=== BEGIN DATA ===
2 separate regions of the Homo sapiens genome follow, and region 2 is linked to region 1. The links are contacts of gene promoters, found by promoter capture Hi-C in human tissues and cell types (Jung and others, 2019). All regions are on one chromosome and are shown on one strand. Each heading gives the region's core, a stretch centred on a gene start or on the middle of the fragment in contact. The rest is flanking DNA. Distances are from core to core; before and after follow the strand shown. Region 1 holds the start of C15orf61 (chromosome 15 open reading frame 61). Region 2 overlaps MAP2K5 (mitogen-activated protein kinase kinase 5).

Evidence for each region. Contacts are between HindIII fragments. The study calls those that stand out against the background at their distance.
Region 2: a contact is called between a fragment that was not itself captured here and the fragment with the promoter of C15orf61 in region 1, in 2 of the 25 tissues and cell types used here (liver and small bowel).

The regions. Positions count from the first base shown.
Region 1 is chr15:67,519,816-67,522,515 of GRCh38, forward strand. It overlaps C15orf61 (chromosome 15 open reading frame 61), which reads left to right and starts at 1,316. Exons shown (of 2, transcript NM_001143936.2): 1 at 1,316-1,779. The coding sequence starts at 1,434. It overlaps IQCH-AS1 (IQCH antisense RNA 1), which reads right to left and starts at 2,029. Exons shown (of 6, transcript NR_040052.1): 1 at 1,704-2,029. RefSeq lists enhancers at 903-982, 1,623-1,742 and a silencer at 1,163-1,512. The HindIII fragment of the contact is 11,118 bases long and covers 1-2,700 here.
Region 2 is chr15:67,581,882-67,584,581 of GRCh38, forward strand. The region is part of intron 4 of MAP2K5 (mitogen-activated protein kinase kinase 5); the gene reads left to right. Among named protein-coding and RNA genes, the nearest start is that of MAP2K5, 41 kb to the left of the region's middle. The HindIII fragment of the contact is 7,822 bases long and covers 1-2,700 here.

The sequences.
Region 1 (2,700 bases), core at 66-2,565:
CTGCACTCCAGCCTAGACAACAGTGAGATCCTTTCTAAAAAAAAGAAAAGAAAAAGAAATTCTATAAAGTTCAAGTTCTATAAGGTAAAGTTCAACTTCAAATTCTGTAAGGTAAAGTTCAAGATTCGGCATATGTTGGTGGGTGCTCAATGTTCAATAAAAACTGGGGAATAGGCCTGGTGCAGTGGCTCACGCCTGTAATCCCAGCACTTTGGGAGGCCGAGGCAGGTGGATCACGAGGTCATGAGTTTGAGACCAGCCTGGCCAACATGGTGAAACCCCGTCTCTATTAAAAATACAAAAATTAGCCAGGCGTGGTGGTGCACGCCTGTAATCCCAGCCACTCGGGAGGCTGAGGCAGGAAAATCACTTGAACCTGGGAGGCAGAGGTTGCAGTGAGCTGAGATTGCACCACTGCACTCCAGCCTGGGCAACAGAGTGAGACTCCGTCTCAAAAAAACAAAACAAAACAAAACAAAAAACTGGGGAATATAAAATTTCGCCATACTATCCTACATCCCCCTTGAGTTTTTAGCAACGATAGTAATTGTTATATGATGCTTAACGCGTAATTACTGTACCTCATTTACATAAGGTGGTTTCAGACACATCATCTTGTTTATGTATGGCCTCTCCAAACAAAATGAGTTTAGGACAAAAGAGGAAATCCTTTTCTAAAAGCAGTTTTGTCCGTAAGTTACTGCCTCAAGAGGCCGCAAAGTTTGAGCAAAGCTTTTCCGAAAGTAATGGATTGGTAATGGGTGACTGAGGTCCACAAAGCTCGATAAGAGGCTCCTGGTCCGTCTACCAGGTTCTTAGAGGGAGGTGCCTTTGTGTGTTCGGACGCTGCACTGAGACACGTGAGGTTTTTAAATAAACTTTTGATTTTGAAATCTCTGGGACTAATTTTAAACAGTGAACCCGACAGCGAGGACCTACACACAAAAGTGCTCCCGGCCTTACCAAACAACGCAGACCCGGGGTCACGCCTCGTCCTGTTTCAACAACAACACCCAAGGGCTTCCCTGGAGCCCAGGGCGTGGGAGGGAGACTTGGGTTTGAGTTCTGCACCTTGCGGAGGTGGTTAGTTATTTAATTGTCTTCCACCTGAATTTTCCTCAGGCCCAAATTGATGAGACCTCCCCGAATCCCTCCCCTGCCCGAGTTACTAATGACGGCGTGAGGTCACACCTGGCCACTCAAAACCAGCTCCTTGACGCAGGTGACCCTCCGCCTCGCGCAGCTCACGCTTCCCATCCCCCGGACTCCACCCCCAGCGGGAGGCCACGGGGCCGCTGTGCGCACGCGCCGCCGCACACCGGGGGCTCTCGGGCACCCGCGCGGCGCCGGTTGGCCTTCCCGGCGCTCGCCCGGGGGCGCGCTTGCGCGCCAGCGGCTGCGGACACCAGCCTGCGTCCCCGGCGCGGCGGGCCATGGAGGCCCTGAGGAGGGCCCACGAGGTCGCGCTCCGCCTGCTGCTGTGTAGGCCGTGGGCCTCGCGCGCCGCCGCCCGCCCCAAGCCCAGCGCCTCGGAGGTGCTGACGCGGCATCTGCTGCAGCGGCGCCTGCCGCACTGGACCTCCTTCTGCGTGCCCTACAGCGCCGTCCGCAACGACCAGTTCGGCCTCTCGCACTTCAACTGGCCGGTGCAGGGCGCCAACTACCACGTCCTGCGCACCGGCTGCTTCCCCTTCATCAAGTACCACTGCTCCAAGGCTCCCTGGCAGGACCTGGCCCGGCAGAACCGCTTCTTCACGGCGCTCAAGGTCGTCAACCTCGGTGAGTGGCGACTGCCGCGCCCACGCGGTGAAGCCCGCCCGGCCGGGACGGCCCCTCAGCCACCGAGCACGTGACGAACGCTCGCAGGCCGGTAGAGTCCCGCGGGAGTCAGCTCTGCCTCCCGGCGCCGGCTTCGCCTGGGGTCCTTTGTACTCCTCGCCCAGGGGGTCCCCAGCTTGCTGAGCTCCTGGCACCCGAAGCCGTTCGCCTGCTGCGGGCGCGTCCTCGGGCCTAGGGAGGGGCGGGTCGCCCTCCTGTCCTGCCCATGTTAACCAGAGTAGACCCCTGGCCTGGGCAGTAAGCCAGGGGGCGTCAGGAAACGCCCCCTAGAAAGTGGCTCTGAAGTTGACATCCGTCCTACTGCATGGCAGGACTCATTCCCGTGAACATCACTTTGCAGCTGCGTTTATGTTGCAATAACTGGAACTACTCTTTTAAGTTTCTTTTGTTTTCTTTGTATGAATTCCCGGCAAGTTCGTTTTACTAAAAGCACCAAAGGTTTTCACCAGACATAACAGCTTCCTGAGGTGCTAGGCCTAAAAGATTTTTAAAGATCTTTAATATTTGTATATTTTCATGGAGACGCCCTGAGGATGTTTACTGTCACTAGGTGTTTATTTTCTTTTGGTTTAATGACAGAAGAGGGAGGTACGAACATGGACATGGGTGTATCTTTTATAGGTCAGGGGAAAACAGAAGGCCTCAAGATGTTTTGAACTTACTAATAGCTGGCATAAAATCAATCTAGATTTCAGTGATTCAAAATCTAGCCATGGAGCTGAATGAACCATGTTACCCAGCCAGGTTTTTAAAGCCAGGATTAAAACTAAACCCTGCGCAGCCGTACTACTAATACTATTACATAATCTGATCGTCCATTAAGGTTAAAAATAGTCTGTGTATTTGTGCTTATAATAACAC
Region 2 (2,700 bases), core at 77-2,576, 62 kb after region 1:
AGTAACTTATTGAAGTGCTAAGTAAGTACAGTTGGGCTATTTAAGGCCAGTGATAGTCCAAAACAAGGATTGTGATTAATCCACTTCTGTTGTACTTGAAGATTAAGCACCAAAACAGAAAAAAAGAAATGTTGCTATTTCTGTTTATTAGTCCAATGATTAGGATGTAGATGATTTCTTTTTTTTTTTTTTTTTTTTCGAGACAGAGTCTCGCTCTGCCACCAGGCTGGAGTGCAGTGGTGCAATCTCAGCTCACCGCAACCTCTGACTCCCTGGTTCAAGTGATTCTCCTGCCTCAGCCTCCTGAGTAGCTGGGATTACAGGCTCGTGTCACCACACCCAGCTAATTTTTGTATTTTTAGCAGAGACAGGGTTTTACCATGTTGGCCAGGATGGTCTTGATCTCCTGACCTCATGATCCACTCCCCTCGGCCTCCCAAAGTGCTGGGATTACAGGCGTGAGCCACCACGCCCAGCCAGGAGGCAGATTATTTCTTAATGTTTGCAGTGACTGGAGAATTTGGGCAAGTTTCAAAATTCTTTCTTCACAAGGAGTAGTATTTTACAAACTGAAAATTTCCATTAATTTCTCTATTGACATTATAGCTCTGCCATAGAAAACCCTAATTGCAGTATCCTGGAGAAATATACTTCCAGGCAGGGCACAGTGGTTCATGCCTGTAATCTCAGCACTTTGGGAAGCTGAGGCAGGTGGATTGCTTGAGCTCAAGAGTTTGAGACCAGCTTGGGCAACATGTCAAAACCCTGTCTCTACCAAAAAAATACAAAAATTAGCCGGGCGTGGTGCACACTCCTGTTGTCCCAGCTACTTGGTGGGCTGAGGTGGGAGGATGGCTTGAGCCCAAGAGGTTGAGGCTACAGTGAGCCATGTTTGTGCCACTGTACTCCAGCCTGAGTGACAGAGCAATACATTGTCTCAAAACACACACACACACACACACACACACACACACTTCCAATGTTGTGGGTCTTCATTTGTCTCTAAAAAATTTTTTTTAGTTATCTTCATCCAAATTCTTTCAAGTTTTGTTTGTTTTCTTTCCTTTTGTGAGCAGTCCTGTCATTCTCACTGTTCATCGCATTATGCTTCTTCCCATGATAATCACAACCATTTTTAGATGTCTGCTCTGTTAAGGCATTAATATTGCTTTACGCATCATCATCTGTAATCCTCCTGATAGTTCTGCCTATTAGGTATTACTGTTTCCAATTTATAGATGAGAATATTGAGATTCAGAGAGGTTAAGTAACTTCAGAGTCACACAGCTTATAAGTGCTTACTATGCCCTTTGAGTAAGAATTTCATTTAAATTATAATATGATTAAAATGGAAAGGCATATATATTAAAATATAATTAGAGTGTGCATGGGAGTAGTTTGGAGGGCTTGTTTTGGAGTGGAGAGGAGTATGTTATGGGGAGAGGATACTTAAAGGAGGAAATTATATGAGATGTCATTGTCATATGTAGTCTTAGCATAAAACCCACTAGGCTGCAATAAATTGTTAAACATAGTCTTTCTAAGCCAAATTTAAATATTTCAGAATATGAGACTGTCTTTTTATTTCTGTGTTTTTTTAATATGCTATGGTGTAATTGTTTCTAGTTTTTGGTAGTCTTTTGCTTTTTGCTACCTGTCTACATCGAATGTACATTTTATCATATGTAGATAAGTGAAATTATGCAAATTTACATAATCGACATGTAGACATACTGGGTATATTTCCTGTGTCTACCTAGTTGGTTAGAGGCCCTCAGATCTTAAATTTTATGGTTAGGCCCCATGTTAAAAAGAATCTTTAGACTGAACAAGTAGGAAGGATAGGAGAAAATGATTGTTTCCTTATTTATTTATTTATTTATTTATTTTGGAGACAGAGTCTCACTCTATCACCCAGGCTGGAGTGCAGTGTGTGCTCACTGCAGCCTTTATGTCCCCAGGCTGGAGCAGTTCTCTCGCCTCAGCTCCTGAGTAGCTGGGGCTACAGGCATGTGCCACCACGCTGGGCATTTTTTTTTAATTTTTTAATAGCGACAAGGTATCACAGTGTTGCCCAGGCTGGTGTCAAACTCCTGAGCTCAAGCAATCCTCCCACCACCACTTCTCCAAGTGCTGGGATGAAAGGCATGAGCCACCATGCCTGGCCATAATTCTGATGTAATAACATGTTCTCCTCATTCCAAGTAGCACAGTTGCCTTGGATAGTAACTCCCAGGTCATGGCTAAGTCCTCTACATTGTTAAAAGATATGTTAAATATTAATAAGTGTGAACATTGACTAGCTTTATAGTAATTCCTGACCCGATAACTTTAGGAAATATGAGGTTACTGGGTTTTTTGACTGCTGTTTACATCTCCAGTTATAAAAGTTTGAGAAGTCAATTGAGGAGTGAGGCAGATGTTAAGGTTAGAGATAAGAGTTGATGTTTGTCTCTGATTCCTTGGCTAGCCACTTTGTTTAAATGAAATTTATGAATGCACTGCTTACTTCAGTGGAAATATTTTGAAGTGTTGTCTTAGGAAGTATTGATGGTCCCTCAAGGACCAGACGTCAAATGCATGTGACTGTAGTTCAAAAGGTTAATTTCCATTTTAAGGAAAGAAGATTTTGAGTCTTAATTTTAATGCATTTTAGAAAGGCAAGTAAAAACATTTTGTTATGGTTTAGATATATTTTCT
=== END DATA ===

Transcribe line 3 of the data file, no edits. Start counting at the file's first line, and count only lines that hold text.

Region 2: a contact is called between a fragment that was not itself captured here and the fragment with the promoter of C15orf61 in region 1, in 2 of the 25 tissues and cell types used here (liver and small bowel).